Selected in the top 100 Economics Sites

Follow me on Twitter

Tuesday, February 23, 2010

This is why (among other reasons) promising to cap health care expenditures at 20% of GDP is fantasy.


The great Dr. Rothman alerted me regarding the hypothesis described below in the NY Times link regarding health care expenditures. If the "cost disease" is so, and I believe it is, then any future cost savings, it seems to me, will have to come from demand-side factors, namely, making healthy lifestyle choices and outcomes economically desirable with real monetary incentives that persuade peeps to stop cramming so much crap in their pie hole. All of the proposed health care legislation from the House does nothing but have the government pay for continued poor choices. Anyway one should not promise things they can not possibly deliver. Thus I have given up all hope to join the Chippendale dancers. But we should not promise to cap the percentage health care is of GDP if it suffers from the cost disease. Here's why...


http://prescriptions.blogs.nytimes.com/2010/01/17/an-economist-who-sees-no-way-to-slow-rising-costs/

2 comments:

Jeffrey said...

Aside from the obvious ways to fix healthcare like getting insurance companies out from in between doctors and patients by taxing all income the same (lower taxes but tax it all the same) and eliminating the prohibition of competition across state lines, I have another proposal. If everyone really wants healthcare paid for, then lets do that! Give everyone a debit card with $5000 on it that can only be spent at the hospital, the doctor's or dentist's office, or on health insurance. If at the end of the year the $5000 hasn't all been spent, then the individual can get the rest in cash. Allow cards to be donated and of course the cash could be too. This way if someone with high expenses gets the benefit of a donated card they know exactly who paid for it. This is roughly a $1.6 trillion plan but if we eliminated a few of the less successful social programs we could pay for it.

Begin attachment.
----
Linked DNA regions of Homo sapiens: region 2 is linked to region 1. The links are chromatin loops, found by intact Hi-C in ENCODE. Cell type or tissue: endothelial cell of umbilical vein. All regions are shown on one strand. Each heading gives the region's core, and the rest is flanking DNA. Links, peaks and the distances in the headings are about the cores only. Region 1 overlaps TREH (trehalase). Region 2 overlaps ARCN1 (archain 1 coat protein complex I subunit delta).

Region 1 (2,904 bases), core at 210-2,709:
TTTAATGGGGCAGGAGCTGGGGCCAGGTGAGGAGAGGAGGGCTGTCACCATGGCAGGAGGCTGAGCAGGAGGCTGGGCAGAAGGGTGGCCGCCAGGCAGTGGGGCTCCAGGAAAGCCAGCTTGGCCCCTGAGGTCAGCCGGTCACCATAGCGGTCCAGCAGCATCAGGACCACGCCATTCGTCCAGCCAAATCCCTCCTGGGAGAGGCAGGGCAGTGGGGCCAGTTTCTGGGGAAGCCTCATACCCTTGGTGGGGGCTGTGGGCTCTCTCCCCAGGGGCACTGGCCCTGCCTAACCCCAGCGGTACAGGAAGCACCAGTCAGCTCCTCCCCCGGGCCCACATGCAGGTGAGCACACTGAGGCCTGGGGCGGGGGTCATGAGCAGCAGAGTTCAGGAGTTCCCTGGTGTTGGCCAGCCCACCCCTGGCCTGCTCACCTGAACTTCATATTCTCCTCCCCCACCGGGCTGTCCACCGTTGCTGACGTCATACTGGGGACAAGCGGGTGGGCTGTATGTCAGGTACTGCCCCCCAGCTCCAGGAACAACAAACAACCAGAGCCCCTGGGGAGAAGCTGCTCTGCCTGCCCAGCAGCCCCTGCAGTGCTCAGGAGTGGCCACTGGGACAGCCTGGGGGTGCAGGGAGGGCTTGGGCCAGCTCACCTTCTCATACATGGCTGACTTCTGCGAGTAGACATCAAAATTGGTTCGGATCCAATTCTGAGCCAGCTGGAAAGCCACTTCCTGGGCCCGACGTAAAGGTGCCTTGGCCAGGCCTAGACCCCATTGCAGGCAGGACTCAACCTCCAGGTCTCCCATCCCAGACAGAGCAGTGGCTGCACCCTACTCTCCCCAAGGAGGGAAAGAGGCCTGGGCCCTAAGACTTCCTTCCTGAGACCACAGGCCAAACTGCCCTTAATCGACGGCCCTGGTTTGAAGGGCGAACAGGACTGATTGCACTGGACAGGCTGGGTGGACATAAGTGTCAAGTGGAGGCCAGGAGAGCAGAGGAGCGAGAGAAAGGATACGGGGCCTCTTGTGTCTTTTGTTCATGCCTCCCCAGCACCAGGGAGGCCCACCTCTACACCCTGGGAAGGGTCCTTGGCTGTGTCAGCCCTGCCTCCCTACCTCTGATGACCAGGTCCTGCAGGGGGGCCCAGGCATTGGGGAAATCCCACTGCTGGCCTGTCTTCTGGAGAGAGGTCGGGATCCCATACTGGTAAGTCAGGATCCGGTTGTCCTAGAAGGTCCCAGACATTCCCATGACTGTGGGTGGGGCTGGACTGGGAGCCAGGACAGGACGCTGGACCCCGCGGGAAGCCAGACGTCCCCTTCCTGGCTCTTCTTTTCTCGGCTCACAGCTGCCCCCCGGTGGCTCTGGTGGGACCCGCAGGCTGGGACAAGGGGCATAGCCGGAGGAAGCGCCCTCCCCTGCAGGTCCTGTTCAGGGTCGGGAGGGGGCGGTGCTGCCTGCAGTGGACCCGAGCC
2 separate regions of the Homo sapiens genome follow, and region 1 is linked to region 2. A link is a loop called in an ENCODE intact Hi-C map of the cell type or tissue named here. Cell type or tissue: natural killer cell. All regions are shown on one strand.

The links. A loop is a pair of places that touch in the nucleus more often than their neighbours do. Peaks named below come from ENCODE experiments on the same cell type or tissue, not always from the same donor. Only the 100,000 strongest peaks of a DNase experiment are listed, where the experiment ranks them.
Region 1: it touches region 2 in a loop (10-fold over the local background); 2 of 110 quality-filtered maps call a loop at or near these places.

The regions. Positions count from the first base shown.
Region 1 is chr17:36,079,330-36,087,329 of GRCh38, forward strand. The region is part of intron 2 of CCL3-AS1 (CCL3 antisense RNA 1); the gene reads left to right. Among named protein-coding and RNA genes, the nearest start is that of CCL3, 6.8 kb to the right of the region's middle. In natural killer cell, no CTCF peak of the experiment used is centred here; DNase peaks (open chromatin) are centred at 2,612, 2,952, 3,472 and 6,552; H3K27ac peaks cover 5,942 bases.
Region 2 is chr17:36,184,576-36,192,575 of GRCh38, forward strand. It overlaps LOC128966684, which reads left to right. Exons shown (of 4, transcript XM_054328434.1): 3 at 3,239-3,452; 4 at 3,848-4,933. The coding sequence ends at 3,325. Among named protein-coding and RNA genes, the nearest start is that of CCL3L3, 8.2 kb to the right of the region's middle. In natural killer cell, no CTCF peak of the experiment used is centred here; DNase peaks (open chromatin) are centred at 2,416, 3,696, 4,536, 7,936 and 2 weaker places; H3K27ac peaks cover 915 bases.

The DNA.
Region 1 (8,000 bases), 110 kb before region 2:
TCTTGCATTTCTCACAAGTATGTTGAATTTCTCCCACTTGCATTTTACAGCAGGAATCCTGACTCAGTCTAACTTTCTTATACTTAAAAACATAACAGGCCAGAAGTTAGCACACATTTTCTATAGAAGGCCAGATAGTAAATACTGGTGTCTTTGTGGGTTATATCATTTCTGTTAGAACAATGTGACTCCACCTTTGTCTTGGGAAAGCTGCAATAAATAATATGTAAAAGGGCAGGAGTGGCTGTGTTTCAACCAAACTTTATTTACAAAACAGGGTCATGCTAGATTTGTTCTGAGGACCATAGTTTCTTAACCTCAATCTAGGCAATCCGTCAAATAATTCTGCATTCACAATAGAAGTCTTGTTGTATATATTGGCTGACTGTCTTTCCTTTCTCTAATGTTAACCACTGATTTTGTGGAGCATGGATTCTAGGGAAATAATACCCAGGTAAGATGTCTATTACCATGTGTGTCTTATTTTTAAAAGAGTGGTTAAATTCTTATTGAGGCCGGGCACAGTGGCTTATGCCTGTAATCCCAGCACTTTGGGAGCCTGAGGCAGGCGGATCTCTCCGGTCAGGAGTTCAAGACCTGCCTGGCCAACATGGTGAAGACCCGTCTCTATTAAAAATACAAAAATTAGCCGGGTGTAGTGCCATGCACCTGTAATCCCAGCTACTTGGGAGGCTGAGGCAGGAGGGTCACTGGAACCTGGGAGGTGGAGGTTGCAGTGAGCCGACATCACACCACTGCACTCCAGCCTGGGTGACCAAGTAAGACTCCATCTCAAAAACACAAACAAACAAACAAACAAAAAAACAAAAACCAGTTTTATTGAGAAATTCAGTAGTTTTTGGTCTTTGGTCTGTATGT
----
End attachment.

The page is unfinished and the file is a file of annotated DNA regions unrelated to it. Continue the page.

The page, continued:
Randall Parker said...

We tried this with debit cards after hurricane Katrina remember? Lap dances for all was the result. If you compelled people to at least buy catastrophic insurance and then use the rest for an incentive for healthy outcomes/lifestyle there is something to this proposal.